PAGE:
For the full story of Thaddeus Cahill's raw deal - and those of 22 other American victims - read RAW DEAL, new in paperback from Blast Books.
www.blastbooks.com /RAWDEAL/Cahill/fr2cahl.htm   (165 words)

 Synthmuseum.com - Magazine
Cahill knew that if he could generate a large enough of an electrical signal, and if he stuck a cone on the telephone receiver (much like a gramophone cone) he could transmit music through the telephone that could be heard by an audience.
Cahill had observed that when an electric motor, or dynamo, was used to create an alternating current (as opposed to a direct current) the output could be heard through a telephone receiver as a steady pitch.
Cahill, along with his brothers, George and Arthur, reformed the company as The New York Cahil Telharmonic Company, renegotiated a franchise with the city of New York, and, in August 1911, installed the new Telharmonium in a building at 535 West 56th Street, New York City.
www.synthmuseum.com /magazine/0102jw.html   (1929 words)

 The Telharmonium: Electricity's Alliance With Music (1906)
In the Cahill telharmonium we have changed all that, and we enter a pure democracy of musical electrical waves from among which, at will, those that please us best can be selected, to give us any tune or tone or timbre that we want.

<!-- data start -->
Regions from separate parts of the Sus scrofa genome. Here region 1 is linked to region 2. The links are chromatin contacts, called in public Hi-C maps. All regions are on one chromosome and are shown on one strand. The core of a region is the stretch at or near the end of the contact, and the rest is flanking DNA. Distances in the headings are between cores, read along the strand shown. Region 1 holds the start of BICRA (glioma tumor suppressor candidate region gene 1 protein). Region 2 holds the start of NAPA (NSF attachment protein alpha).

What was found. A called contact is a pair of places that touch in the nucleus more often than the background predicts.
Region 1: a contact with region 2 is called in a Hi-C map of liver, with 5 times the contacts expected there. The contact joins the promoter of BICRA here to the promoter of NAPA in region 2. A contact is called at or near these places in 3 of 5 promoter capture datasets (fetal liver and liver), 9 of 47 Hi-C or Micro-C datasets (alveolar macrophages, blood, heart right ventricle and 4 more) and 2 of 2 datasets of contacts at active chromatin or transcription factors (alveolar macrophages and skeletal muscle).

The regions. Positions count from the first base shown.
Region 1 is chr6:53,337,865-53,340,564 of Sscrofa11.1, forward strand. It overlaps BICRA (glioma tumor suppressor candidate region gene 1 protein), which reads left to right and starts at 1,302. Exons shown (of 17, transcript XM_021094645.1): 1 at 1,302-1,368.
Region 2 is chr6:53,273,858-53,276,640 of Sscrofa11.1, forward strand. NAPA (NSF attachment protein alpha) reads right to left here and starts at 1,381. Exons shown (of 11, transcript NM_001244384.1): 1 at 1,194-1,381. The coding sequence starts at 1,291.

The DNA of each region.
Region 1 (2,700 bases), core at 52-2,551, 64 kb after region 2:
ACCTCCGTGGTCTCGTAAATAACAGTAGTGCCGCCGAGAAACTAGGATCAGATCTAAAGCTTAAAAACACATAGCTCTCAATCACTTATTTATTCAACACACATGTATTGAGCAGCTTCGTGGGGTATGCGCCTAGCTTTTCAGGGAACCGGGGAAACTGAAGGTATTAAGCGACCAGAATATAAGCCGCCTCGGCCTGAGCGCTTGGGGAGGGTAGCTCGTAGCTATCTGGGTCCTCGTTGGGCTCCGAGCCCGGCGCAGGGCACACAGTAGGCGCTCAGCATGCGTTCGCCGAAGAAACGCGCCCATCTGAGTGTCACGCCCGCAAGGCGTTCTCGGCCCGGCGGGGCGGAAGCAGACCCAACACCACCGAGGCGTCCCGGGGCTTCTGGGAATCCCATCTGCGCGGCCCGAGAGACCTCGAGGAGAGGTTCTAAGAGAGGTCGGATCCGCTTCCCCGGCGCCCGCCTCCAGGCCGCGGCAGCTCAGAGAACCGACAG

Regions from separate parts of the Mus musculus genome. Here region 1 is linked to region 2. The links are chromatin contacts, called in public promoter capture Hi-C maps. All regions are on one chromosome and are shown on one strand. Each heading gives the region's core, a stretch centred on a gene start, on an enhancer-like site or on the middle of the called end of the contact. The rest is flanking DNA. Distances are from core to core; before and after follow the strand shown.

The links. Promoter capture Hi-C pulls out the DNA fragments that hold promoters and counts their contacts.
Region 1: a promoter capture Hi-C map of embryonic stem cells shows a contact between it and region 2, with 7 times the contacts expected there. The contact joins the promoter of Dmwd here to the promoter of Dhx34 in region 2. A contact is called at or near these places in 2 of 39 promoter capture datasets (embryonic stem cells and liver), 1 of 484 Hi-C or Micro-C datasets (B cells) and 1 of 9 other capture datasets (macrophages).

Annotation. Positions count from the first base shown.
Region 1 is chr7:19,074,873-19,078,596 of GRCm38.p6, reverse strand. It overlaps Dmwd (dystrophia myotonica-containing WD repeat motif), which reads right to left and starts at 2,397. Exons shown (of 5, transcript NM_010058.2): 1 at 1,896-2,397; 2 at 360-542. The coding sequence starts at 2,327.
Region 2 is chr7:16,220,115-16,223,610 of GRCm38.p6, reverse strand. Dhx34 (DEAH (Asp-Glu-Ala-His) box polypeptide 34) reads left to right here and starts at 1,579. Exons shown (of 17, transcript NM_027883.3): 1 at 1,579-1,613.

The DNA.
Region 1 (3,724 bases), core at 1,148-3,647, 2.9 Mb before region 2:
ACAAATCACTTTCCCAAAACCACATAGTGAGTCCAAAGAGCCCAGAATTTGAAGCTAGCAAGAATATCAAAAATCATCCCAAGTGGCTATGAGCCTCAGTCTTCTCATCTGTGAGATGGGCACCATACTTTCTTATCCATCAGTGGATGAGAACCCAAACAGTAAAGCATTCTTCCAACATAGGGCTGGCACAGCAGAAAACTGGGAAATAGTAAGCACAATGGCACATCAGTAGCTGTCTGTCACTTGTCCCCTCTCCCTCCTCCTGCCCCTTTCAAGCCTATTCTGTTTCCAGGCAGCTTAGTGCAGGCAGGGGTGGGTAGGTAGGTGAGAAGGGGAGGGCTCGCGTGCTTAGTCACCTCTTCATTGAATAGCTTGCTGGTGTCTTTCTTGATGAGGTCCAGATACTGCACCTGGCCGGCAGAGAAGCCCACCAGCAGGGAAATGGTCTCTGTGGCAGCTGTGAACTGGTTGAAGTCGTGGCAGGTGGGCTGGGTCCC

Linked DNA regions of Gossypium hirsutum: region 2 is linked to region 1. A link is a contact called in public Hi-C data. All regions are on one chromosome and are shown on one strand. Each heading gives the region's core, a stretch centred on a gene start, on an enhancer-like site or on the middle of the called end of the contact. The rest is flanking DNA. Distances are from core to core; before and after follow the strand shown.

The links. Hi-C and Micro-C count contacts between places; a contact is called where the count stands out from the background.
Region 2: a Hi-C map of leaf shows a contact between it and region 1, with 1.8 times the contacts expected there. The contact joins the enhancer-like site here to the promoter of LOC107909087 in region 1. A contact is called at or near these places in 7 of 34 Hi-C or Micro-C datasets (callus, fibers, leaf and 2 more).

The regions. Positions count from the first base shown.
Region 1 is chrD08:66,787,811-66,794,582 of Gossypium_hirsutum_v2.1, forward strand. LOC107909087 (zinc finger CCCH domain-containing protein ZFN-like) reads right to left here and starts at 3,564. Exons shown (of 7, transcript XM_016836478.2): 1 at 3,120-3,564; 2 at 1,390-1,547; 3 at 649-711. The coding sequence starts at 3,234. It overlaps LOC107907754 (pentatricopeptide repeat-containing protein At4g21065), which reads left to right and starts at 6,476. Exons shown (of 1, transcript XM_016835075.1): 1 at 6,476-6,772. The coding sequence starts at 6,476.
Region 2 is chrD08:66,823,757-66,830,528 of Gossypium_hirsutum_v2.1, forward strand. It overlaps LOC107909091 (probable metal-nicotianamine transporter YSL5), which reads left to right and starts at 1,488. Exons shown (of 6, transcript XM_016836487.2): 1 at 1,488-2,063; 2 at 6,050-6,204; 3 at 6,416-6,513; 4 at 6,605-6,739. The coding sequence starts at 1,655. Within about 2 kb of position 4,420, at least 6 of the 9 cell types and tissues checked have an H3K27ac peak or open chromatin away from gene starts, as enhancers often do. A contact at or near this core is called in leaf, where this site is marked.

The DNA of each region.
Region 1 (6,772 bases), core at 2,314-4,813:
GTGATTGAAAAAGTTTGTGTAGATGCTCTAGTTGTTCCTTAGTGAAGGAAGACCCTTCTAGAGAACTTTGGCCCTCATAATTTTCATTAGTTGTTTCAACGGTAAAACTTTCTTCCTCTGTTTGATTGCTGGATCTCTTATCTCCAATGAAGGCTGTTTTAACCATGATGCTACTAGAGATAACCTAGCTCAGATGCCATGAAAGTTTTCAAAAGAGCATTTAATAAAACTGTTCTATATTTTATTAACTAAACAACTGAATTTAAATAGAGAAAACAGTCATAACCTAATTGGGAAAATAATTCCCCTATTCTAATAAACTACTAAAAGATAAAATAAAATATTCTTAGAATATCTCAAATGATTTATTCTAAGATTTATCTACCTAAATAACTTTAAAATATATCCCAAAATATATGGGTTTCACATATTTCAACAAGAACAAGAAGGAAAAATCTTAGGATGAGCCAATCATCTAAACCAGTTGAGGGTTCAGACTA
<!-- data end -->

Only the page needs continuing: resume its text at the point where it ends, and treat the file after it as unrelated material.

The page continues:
Dr. Cahill was born in Iowa, and passed several years of his youth in Ohio, his father being a physician at Oberlin, where the youth pursued his studies and began his experiments in electric music.
In 1903, Dr. Cahill removed his Washington laboratory to Holyoke, Mass., where he had already established another plant, and thus New England, so intimately associated with the creation of the telephone, has witnessed the development and perfection of a distinct new art that may well be spoken of as the telephone's firstborn.
earlyradiohistory.us /1906telh.htm   (1316 words)

 History of Electronic Music
Sometimes this led to an essay or treatise discussing ideas on how their invention might be used in the future, but it sometimes would lead to the invention of a new musical instrument.
Cahill's idea was to broadcast classical music such as Chopin and Bach through the telephone to homes, hotels and restaurants in the Manhattan area, but the project turned out to be a failure due to technical and economic problems.
As the world passed from a pre-industrialized environment, where only natural noises were heard, into a modern, machine filled environment, some people began to listen to the changes in what they heard on a regular basis.
www.albany.edu /~jm2126/isp361/float.html   (706 words)

Cahill, a Canadian, built it in Holyoke, Massachussetts; partially funded by the New England Electric Music Company - whoever they might have been - it cost a then-phenomenal $200,000, and was moved in 1906 to Telharmonic Hall in New York.
Actually there were no less than three telharmoniums, spread over some 20 years: the first Cahill had started in 1895 in Washington DC, patented in 1897, finished in 1900; the Holyoke-NYC model was the second; a third, begun in 1908, was finished in 1911 and certainly still in use in 1916.